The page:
Coral transplant: how reefs are given new life

(ORDO NEWS) — Even tourists can take part in a coral transplant and rooting program that is threatened by climate change, storms and fading.

The beautiful but fragile coral reefs in tropical oceans around the world are threatened by climate change and storms. Travelers can help restore them by participating in a coral transplant program.

National Geographic researcher Paola Rodriguez-Troncoso worked in Mexico: in many ways, she transplanted 6,000 coral fragments over six years. How it happened: Divers collected corals from the ocean floor that had been knocked off the reefs by storms and waves, and then tied the extracted fragments to the lower sections of the same (or nearby) reef. Transplant methods vary by region.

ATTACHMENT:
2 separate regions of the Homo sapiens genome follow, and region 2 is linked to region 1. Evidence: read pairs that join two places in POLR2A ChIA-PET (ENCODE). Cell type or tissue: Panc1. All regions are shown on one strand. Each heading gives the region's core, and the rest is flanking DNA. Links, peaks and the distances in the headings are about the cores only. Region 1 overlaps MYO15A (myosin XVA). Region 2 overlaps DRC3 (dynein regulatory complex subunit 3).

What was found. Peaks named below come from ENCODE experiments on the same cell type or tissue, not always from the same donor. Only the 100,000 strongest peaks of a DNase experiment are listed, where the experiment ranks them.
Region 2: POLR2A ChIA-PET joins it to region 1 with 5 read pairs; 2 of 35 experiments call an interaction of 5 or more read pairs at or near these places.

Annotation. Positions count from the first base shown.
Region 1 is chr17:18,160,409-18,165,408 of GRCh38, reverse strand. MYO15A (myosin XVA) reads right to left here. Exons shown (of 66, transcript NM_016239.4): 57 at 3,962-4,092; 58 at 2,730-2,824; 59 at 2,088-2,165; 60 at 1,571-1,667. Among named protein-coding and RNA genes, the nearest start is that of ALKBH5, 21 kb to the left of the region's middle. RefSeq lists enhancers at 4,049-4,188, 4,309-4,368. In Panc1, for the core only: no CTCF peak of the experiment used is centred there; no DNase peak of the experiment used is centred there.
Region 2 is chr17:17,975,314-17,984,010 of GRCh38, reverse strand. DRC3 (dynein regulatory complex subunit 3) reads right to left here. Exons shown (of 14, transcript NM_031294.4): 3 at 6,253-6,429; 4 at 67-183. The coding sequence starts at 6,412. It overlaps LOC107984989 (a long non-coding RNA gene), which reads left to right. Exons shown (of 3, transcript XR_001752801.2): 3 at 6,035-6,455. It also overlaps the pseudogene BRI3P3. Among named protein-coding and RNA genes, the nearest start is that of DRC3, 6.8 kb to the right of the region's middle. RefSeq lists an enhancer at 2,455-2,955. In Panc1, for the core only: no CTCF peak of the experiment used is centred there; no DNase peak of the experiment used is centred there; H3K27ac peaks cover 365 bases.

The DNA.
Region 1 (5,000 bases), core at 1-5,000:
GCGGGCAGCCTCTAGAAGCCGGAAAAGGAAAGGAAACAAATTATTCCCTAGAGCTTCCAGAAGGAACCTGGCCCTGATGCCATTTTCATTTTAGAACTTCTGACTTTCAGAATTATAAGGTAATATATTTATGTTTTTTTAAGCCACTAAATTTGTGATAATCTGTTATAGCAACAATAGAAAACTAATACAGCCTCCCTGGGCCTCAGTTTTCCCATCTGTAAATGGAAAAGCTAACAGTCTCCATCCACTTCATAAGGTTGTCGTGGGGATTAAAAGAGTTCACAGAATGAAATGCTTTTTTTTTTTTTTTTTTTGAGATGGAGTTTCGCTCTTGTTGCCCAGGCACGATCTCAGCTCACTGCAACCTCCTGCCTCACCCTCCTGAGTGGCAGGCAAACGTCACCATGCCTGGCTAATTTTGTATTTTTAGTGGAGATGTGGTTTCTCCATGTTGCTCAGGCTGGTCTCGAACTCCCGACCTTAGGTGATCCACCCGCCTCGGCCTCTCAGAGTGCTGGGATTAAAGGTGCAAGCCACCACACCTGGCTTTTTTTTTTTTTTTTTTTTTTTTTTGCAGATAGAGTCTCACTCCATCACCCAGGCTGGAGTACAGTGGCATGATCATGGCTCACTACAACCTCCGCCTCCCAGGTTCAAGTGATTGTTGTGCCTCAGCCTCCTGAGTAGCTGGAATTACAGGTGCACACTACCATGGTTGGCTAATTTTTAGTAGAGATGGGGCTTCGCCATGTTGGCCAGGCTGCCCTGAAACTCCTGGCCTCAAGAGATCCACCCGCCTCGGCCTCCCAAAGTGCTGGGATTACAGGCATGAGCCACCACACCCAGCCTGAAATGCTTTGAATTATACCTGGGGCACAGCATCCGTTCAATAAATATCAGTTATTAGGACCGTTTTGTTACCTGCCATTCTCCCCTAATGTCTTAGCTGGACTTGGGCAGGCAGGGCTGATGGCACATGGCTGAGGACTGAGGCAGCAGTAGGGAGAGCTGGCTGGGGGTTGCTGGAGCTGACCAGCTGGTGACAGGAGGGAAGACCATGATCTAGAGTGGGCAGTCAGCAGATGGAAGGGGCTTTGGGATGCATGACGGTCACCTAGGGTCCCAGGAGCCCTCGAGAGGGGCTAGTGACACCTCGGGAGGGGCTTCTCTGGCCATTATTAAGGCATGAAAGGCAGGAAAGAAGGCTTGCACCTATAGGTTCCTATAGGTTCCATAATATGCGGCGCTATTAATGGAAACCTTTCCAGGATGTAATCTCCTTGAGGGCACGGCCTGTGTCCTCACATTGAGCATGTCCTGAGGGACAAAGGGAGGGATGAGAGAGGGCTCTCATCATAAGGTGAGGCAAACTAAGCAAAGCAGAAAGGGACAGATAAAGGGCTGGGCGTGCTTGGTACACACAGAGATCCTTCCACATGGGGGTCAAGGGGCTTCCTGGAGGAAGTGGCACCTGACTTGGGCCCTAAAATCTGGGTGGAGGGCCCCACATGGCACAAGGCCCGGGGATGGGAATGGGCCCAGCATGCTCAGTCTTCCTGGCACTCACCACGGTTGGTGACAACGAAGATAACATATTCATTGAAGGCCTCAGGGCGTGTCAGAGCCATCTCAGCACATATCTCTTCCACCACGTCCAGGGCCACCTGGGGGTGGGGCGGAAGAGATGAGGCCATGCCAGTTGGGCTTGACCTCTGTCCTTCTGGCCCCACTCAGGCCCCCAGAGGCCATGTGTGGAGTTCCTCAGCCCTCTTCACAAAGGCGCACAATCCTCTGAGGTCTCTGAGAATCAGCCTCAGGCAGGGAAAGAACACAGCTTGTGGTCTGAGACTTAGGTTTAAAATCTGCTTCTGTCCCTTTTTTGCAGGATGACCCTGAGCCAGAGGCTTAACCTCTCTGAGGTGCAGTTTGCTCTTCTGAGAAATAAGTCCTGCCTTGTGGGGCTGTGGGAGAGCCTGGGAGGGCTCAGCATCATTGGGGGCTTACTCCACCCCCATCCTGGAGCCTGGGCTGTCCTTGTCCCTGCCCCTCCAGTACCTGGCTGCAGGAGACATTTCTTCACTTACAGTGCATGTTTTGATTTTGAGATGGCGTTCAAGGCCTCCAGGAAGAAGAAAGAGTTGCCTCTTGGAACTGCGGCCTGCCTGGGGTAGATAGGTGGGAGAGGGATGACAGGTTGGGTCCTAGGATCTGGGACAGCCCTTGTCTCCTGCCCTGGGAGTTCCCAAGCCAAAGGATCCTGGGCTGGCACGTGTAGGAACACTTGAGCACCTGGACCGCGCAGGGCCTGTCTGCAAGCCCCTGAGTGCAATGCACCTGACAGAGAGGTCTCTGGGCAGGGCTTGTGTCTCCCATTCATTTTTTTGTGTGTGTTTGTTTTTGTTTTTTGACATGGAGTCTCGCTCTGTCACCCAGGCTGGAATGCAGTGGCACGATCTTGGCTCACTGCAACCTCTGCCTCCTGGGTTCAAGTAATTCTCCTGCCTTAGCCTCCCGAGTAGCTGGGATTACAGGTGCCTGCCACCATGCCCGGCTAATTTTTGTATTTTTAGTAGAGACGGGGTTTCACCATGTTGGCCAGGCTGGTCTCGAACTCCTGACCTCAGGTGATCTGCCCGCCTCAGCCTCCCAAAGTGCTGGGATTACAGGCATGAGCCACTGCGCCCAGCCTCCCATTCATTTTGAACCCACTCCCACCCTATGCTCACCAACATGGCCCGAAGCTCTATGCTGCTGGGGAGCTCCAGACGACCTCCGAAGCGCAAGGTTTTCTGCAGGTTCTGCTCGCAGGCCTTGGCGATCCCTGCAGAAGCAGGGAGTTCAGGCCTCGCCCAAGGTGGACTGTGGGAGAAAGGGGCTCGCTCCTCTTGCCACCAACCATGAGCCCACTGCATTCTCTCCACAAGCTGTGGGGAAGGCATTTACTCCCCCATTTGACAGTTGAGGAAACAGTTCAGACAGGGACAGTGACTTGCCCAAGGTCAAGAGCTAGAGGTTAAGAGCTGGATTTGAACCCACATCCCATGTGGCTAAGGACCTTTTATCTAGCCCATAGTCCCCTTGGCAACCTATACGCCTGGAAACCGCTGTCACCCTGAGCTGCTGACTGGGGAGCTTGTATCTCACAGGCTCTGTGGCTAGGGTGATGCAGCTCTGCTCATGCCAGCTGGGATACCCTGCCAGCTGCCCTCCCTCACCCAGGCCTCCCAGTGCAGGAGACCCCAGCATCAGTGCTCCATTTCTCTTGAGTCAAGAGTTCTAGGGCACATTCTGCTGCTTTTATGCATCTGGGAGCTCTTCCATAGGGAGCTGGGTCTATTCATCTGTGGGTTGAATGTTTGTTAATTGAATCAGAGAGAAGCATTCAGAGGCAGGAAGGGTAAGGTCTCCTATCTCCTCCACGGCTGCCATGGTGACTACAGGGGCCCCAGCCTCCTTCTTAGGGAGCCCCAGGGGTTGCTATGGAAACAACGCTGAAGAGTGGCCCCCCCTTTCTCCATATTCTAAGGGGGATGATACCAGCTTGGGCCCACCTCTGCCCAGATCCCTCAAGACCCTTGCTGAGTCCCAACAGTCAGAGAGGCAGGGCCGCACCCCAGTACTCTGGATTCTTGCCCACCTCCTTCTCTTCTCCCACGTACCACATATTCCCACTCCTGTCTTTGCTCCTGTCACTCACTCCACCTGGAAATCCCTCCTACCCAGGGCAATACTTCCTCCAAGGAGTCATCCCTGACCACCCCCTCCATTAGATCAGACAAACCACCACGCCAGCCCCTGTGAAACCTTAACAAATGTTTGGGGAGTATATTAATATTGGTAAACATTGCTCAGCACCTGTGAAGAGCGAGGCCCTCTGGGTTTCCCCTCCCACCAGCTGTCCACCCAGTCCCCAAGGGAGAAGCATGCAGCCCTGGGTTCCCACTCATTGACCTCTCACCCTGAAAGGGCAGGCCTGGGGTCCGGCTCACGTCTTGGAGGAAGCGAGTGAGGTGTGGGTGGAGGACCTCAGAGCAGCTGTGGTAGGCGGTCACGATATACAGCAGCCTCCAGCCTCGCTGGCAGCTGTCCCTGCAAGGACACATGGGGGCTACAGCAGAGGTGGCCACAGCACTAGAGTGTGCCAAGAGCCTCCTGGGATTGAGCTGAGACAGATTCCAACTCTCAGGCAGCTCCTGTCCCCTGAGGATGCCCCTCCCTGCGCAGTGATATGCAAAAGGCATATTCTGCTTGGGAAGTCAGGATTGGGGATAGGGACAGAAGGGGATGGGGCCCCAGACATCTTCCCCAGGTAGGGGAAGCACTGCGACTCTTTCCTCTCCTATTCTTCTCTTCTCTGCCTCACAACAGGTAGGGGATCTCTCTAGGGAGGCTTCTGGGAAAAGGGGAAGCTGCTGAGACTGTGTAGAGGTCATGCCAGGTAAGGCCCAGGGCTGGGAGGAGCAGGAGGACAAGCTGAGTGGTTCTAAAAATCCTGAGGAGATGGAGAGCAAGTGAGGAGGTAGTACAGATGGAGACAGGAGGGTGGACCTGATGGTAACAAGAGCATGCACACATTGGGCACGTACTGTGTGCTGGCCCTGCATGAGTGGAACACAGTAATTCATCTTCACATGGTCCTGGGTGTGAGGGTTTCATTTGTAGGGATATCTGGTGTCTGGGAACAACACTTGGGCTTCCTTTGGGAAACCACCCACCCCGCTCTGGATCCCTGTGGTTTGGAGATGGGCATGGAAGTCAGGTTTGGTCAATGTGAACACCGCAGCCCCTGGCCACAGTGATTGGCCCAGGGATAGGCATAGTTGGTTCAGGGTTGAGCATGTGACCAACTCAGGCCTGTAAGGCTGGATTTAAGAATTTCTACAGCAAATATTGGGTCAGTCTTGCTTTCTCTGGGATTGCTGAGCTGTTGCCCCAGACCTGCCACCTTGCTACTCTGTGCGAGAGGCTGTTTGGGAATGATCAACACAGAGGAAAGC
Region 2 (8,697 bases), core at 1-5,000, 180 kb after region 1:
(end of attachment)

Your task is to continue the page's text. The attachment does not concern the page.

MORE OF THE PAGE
For example, where reefs separate the lagoon from the ocean (as in French Polynesia in the photo above), broken pieces of coral are first placed in underwater nurseries to allow them to recover before replanting.

Resorts and conservation organizations actively encourage people to participate in such programs. To avoid doing more harm than good, Rodriguez-Troncoso advises against joining unauthorized promotions such as those in which enthusiasts deliberately break off healthy corals. Found at the bottom of the oceans and properly transplanted, fragments of coral grow slowly, but can give a long life to the reef.


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